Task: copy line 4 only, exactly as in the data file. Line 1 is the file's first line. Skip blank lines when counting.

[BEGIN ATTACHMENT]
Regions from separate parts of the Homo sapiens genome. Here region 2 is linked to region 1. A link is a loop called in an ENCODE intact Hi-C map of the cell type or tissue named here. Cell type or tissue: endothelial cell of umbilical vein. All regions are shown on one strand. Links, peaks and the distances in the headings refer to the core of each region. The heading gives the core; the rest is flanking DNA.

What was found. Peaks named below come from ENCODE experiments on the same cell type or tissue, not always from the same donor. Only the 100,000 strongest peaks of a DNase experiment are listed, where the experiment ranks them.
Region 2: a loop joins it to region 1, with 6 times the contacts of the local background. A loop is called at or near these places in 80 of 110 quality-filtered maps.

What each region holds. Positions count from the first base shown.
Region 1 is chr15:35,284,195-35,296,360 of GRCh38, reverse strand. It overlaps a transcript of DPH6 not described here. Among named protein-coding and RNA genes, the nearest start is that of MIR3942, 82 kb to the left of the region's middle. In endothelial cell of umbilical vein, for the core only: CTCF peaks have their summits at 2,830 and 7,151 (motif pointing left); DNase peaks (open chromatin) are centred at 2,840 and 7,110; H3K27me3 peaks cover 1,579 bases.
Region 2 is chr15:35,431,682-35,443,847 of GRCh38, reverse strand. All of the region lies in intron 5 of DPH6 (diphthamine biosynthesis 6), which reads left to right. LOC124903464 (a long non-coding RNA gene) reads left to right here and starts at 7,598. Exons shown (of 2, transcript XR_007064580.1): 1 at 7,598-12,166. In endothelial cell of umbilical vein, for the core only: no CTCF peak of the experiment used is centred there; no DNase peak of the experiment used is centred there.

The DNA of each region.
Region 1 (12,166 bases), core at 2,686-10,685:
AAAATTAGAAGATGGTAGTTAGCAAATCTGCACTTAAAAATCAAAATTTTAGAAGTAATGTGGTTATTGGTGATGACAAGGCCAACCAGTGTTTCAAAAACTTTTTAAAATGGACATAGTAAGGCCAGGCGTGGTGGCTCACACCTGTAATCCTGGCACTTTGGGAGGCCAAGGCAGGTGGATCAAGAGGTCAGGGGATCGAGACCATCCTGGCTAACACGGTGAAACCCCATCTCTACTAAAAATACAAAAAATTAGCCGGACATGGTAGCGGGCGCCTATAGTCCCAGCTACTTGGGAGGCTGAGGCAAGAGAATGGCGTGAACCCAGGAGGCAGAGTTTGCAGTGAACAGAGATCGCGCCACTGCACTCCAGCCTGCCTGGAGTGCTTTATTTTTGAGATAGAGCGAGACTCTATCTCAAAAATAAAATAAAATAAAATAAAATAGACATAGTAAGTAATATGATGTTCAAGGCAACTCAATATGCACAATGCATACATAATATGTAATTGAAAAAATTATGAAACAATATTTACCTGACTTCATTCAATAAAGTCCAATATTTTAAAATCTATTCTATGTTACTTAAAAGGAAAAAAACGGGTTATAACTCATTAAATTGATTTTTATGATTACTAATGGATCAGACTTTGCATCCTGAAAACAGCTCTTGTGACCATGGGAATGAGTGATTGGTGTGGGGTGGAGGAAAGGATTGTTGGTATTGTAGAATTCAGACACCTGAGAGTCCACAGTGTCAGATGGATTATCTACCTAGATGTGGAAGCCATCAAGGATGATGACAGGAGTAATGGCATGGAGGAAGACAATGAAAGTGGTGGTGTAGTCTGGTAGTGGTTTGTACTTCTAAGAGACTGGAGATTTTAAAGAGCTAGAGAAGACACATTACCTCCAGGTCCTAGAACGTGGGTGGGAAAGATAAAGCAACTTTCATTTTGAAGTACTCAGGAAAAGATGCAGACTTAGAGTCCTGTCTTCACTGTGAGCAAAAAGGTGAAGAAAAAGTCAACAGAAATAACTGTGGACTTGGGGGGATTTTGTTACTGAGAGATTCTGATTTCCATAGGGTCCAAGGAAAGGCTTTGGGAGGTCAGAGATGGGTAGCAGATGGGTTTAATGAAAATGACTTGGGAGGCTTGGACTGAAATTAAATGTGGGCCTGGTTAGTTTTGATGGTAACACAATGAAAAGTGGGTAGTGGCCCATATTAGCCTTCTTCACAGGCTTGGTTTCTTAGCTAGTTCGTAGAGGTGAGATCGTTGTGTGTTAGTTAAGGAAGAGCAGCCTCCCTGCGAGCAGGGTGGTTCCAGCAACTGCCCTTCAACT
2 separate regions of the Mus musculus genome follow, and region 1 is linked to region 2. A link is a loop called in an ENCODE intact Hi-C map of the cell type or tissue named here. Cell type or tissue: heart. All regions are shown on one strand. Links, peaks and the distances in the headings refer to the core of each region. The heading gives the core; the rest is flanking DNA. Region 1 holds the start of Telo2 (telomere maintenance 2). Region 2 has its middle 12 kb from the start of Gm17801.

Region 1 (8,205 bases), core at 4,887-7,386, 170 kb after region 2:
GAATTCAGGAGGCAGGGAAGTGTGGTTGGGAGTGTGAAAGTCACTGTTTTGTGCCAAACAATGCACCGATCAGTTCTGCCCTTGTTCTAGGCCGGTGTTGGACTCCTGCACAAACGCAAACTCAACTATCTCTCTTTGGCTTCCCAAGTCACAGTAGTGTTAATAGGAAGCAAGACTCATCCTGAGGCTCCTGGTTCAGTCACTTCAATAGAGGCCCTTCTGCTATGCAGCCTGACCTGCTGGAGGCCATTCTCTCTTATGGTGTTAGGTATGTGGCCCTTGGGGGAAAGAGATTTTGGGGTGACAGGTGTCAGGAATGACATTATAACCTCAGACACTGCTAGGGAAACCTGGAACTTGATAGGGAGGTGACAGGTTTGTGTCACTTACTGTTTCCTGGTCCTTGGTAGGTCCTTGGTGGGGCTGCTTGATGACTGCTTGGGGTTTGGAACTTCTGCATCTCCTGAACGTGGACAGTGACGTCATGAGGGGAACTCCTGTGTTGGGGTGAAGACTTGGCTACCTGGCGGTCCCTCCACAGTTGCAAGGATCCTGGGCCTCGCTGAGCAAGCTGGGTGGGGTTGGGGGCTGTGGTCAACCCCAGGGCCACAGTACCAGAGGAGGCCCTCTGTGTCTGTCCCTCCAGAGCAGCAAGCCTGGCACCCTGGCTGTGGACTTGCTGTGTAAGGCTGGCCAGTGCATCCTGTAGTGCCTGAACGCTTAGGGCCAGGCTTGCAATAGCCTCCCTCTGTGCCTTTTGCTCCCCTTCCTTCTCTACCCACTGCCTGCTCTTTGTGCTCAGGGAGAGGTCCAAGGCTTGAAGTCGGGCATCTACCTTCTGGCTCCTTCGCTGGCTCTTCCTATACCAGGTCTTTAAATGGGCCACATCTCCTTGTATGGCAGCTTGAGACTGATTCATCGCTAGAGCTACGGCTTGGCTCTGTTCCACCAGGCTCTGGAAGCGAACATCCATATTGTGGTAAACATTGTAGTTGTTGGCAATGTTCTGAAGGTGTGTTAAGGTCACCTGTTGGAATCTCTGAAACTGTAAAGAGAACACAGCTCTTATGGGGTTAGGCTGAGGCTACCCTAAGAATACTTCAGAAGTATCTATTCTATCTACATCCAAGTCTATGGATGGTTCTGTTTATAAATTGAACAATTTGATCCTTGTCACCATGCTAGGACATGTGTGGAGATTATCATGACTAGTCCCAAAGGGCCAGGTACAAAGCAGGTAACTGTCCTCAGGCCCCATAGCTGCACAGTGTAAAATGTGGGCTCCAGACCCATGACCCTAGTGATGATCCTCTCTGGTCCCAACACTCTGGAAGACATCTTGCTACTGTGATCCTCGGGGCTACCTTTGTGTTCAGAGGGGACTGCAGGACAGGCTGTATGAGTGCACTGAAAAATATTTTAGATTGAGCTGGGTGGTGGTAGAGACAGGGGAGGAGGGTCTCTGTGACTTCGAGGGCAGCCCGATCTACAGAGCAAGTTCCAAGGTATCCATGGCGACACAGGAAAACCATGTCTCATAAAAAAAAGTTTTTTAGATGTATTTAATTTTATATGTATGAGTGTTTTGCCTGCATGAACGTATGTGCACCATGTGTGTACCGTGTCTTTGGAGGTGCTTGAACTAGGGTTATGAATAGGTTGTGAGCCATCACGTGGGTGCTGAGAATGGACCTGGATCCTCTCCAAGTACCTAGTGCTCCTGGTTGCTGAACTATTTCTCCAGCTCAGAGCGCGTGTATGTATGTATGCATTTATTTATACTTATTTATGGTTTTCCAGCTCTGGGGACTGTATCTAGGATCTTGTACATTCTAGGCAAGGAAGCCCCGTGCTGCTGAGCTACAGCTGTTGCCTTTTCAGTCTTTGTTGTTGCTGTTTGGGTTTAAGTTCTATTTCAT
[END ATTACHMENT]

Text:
What each region holds. Positions count from the first base shown.